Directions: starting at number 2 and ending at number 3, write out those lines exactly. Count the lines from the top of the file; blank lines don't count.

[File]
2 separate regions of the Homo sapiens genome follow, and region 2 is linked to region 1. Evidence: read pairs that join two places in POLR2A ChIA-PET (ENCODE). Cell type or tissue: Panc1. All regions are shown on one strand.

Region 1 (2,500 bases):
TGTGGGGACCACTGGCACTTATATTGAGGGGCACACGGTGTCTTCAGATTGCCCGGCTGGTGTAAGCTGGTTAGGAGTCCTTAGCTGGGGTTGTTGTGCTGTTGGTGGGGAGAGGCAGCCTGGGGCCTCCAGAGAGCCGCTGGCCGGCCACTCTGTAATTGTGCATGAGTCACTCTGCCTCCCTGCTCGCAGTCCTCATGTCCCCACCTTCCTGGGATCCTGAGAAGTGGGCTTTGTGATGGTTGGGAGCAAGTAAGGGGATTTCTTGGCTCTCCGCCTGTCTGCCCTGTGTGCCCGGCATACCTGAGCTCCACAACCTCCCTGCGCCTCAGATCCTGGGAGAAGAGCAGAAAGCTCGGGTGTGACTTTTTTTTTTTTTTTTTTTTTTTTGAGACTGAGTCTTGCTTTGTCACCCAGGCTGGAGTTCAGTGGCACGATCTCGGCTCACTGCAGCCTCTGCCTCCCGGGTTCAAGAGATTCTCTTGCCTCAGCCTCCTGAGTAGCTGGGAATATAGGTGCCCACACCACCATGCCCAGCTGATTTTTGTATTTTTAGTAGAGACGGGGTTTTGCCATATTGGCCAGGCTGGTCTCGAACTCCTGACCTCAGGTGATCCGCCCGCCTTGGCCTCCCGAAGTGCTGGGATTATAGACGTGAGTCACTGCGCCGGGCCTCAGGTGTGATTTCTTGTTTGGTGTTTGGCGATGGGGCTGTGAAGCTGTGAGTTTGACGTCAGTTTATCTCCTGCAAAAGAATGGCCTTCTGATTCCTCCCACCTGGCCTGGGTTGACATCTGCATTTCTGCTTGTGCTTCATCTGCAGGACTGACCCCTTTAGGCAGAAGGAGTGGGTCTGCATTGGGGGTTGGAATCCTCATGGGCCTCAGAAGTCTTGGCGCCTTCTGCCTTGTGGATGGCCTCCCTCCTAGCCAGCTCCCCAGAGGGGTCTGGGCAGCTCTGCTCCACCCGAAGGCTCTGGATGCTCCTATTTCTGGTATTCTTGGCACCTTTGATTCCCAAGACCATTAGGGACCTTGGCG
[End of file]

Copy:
Region 1 (2,500 bases):
TGTGGGGACCACTGGCACTTATATTGAGGGGCACACGGTGTCTTCAGATTGCCCGGCTGGTGTAAGCTGGTTAGGAGTCCTTAGCTGGGGTTGTTGTGCTGTTGGTGGGGAGAGGCAGCCTGGGGCCTCCAGAGAGCCGCTGGCCGGCCACTCTGTAATTGTGCATGAGTCACTCTGCCTCCCTGCTCGCAGTCCTCATGTCCCCACCTTCCTGGGATCCTGAGAAGTGGGCTTTGTGATGGTTGGGAGCAAGTAAGGGGATTTCTTGGCTCTCCGCCTGTCTGCCCTGTGTGCCCGGCATACCTGAGCTCCACAACCTCCCTGCGCCTCAGATCCTGGGAGAAGAGCAGAAAGCTCGGGTGTGACTTTTTTTTTTTTTTTTTTTTTTTTGAGACTGAGTCTTGCTTTGTCACCCAGGCTGGAGTTCAGTGGCACGATCTCGGCTCACTGCAGCCTCTGCCTCCCGGGTTCAAGAGATTCTCTTGCCTCAGCCTCCTGAGTAGCTGGGAATATAGGTGCCCACACCACCATGCCCAGCTGATTTTTGTATTTTTAGTAGAGACGGGGTTTTGCCATATTGGCCAGGCTGGTCTCGAACTCCTGACCTCAGGTGATCCGCCCGCCTTGGCCTCCCGAAGTGCTGGGATTATAGACGTGAGTCACTGCGCCGGGCCTCAGGTGTGATTTCTTGTTTGGTGTTTGGCGATGGGGCTGTGAAGCTGTGAGTTTGACGTCAGTTTATCTCCTGCAAAAGAATGGCCTTCTGATTCCTCCCACCTGGCCTGGGTTGACATCTGCATTTCTGCTTGTGCTTCATCTGCAGGACTGACCCCTTTAGGCAGAAGGAGTGGGTCTGCATTGGGGGTTGGAATCCTCATGGGCCTCAGAAGTCTTGGCGCCTTCTGCCTTGTGGATGGCCTCCCTCCTAGCCAGCTCCCCAGAGGGGTCTGGGCAGCTCTGCTCCACCCGAAGGCTCTGGATGCTCCTATTTCTGGTATTCTTGGCACCTTTGATTCCCAAGACCATTAGGGACCTTGGCG